Get the 411 on Ontario's Arthur Wishart Act
As with all things in life, when starting a franchise it’s important to be well informed. So if you’re in the market for a franchise business in Ontario you should know about the Arthur Wishart Act.
The Wishart Act Essentials
The Arthur Wishart Act (Financial Disclosure) was put into law to provide consumer protection for franchisees in the province of Ontario. Passed in 2000 and put into effect in 2001, the Wishart Act defines exactly what a franchise is and demands a policy of “fair dealing” between the franchisor and franchisee. It also allows franchisees the right of association, meaning they can form a group and their respective franchisors cannot lawfully interfere. Most importantly though, the Wishart Act decrees that franchisors must deliver disclosure documents which contain all the financial information and data needed to understand their business and all that is involved in running it.
The Wishart Act uses broad terms, but can be boiled down to an easier explanation. According to the Act, a franchise is any business agreement where one party agrees to pay a fee to use the other party’s brand name, services, or products. The franchisee has the right to sell their products while the franchisor takes a cut of the profits.
The most important aspect of the Act is that disclosure documents must be delivered to the franchisee at least 14 days prior to signing any franchise agreement. If the franchisee does not receive these documents on time they can back out of the agreement with no penalty. For the franchisor there can be heavy penalties for not providing accurate, concise disclosure documents. The disclosure documents are often hundreds of pages long, however, so any prospective franchisee could do well to hire a layer to thoroughly read through them.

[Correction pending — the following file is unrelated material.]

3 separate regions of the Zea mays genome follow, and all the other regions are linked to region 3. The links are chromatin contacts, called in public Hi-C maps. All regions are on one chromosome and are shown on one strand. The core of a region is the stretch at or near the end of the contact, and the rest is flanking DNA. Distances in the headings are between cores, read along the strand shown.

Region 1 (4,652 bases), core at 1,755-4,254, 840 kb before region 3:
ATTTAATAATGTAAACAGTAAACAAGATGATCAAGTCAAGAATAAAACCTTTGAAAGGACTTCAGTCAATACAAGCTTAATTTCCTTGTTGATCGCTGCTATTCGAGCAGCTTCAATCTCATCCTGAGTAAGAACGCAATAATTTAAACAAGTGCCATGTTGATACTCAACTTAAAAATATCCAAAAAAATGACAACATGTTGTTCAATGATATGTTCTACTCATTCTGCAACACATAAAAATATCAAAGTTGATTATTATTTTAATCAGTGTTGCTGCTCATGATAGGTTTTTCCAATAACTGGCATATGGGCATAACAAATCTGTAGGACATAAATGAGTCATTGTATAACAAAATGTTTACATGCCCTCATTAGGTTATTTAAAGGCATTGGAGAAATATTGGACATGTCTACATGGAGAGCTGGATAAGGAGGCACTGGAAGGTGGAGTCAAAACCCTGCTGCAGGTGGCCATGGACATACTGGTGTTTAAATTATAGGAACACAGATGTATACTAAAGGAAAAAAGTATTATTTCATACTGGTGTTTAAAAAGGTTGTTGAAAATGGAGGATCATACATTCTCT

An Amendment to the Act
In 2010, an amendment to the Wishart Act was proposed by a group of franchisees with the backing of MPs in all three major political parties. The amendment, Bill 102, proposed adding the requirement of providing “educational documents” along with the disclosure documents. The educational documents go into exhaustive detail about every aspect of the business, how it runs, its products, and even some aspects that aren’t directly related to it.
Steven Goldman, a franchise lawyer with Golman Hine LLP Barristers, explained Bill 102 in an email, “The questions set out in the bill which prospective franchisees should consider before entering into a franchise agreement are all very good questions which ought to be considered as part of their due diligence. Should the law require a prospective franchisee (or any other purchaser of a business) to conduct proper due diligence before buying a business by addressing and considering the questions raised in Bill 102? Many would argue from a public policy perspective that such a law goes too far.”
Goldman continued to explain, “From the Franchisor’s perspective, the disclosure document obligations under the Wishart Act are already very onerous, expensive to comply with, and a landmine for potential liability if not properly prepared and updated on a regular basis. The educational document contemplated by Bill 102 would, from a franchisor’s perspective, simply add to their burden. It would also go far beyond what any other jurisdiction in Canada requires of a franchisor. The bill also does not address what the remedies or penalties would be for a franchisor if it does not comply with the education document requirements.”
Bill 102, however, was never passed through the legislature. It remains an item buried in the archival records.